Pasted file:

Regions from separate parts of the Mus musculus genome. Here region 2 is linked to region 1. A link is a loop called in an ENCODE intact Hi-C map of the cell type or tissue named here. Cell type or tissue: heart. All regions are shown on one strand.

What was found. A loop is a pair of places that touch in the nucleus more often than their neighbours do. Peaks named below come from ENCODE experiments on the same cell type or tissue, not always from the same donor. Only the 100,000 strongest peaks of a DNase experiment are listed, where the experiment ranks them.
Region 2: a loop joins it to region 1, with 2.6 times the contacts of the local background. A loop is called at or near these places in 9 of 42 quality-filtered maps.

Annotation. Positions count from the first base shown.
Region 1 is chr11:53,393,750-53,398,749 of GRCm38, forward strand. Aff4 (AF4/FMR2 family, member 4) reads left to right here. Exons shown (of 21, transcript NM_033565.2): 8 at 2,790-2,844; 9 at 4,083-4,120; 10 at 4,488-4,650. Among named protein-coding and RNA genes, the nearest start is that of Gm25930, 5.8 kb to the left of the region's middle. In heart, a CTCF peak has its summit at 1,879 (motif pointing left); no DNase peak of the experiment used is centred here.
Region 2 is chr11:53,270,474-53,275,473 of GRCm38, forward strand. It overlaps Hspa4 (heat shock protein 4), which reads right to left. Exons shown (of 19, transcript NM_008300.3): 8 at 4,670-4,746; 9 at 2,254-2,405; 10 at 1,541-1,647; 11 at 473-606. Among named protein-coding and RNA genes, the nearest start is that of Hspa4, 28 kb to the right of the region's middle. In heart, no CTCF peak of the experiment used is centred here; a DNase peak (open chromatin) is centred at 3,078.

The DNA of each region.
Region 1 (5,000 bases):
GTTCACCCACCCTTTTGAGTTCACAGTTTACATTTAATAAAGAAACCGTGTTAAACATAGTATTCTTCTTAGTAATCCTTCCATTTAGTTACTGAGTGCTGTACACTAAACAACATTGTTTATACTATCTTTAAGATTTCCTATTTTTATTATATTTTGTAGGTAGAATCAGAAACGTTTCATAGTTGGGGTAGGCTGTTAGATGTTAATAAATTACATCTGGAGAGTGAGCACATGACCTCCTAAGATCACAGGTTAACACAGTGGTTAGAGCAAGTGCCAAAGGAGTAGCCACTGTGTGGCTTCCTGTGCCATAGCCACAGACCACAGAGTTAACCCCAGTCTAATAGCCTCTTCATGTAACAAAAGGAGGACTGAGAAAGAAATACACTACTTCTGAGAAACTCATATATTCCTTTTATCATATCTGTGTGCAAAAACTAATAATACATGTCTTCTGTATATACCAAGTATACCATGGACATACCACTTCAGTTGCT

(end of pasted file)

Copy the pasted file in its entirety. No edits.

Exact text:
Regions from separate parts of the Mus musculus genome. Here region 2 is linked to region 1. A link is a loop called in an ENCODE intact Hi-C map of the cell type or tissue named here. Cell type or tissue: heart. All regions are shown on one strand.

What was found. A loop is a pair of places that touch in the nucleus more often than their neighbours do. Peaks named below come from ENCODE experiments on the same cell type or tissue, not always from the same donor. Only the 100,000 strongest peaks of a DNase experiment are listed, where the experiment ranks them.
Region 2: a loop joins it to region 1, with 2.6 times the contacts of the local background. A loop is called at or near these places in 9 of 42 quality-filtered maps.

Annotation. Positions count from the first base shown.
Region 1 is chr11:53,393,750-53,398,749 of GRCm38, forward strand. Aff4 (AF4/FMR2 family, member 4) reads left to right here. Exons shown (of 21, transcript NM_033565.2): 8 at 2,790-2,844; 9 at 4,083-4,120; 10 at 4,488-4,650. Among named protein-coding and RNA genes, the nearest start is that of Gm25930, 5.8 kb to the left of the region's middle. In heart, a CTCF peak has its summit at 1,879 (motif pointing left); no DNase peak of the experiment used is centred here.
Region 2 is chr11:53,270,474-53,275,473 of GRCm38, forward strand. It overlaps Hspa4 (heat shock protein 4), which reads right to left. Exons shown (of 19, transcript NM_008300.3): 8 at 4,670-4,746; 9 at 2,254-2,405; 10 at 1,541-1,647; 11 at 473-606. Among named protein-coding and RNA genes, the nearest start is that of Hspa4, 28 kb to the right of the region's middle. In heart, no CTCF peak of the experiment used is centred here; a DNase peak (open chromatin) is centred at 3,078.

The DNA of each region.
Region 1 (5,000 bases):
GTTCACCCACCCTTTTGAGTTCACAGTTTACATTTAATAAAGAAACCGTGTTAAACATAGTATTCTTCTTAGTAATCCTTCCATTTAGTTACTGAGTGCTGTACACTAAACAACATTGTTTATACTATCTTTAAGATTTCCTATTTTTATTATATTTTGTAGGTAGAATCAGAAACGTTTCATAGTTGGGGTAGGCTGTTAGATGTTAATAAATTACATCTGGAGAGTGAGCACATGACCTCCTAAGATCACAGGTTAACACAGTGGTTAGAGCAAGTGCCAAAGGAGTAGCCACTGTGTGGCTTCCTGTGCCATAGCCACAGACCACAGAGTTAACCCCAGTCTAATAGCCTCTTCATGTAACAAAAGGAGGACTGAGAAAGAAATACACTACTTCTGAGAAACTCATATATTCCTTTTATCATATCTGTGTGCAAAAACTAATAATACATGTCTTCTGTATATACCAAGTATACCATGGACATACCACTTCAGTTGCT